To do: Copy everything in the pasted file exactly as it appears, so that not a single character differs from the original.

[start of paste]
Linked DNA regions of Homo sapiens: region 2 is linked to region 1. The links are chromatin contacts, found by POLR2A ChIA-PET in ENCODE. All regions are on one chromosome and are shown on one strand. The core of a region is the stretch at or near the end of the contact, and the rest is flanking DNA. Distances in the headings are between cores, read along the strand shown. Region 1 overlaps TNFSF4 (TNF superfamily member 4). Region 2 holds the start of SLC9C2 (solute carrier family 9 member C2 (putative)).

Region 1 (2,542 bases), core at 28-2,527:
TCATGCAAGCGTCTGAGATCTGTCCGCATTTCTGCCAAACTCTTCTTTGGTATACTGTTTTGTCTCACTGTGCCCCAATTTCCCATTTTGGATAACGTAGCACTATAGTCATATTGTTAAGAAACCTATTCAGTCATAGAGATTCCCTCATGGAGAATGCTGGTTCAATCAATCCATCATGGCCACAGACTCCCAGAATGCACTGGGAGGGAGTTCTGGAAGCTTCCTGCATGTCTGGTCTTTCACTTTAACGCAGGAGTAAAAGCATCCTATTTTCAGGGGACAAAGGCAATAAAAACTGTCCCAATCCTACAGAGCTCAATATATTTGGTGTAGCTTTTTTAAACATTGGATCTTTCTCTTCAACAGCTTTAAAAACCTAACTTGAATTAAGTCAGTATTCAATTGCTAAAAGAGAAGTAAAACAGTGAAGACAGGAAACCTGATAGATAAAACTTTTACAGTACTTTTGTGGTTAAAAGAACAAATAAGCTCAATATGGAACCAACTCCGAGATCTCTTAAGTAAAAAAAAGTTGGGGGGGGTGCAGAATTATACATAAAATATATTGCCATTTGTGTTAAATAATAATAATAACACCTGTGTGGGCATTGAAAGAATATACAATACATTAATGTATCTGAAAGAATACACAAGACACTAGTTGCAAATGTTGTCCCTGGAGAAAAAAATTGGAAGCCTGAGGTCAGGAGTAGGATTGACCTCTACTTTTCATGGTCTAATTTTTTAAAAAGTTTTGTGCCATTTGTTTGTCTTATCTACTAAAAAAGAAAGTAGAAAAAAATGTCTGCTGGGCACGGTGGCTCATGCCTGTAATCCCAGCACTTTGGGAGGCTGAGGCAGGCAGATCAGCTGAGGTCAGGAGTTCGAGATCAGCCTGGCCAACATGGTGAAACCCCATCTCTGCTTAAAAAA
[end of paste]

Linked DNA regions of Homo sapiens: region 2 is linked to region 1. The links are chromatin contacts, found by POLR2A ChIA-PET in ENCODE. All regions are on one chromosome and are shown on one strand. The core of a region is the stretch at or near the end of the contact, and the rest is flanking DNA. Distances in the headings are between cores, read along the strand shown. Region 1 overlaps TNFSF4 (TNF superfamily member 4). Region 2 holds the start of SLC9C2 (solute carrier family 9 member C2 (putative)).

Region 1 (2,542 bases), core at 28-2,527:
TCATGCAAGCGTCTGAGATCTGTCCGCATTTCTGCCAAACTCTTCTTTGGTATACTGTTTTGTCTCACTGTGCCCCAATTTCCCATTTTGGATAACGTAGCACTATAGTCATATTGTTAAGAAACCTATTCAGTCATAGAGATTCCCTCATGGAGAATGCTGGTTCAATCAATCCATCATGGCCACAGACTCCCAGAATGCACTGGGAGGGAGTTCTGGAAGCTTCCTGCATGTCTGGTCTTTCACTTTAACGCAGGAGTAAAAGCATCCTATTTTCAGGGGACAAAGGCAATAAAAACTGTCCCAATCCTACAGAGCTCAATATATTTGGTGTAGCTTTTTTAAACATTGGATCTTTCTCTTCAACAGCTTTAAAAACCTAACTTGAATTAAGTCAGTATTCAATTGCTAAAAGAGAAGTAAAACAGTGAAGACAGGAAACCTGATAGATAAAACTTTTACAGTACTTTTGTGGTTAAAAGAACAAATAAGCTCAATATGGAACCAACTCCGAGATCTCTTAAGTAAAAAAAAGTTGGGGGGGGTGCAGAATTATACATAAAATATATTGCCATTTGTGTTAAATAATAATAATAACACCTGTGTGGGCATTGAAAGAATATACAATACATTAATGTATCTGAAAGAATACACAAGACACTAGTTGCAAATGTTGTCCCTGGAGAAAAAAATTGGAAGCCTGAGGTCAGGAGTAGGATTGACCTCTACTTTTCATGGTCTAATTTTTTAAAAAGTTTTGTGCCATTTGTTTGTCTTATCTACTAAAAAAGAAAGTAGAAAAAAATGTCTGCTGGGCACGGTGGCTCATGCCTGTAATCCCAGCACTTTGGGAGGCTGAGGCAGGCAGATCAGCTGAGGTCAGGAGTTCGAGATCAGCCTGGCCAACATGGTGAAACCCCATCTCTGCTTAAAAAA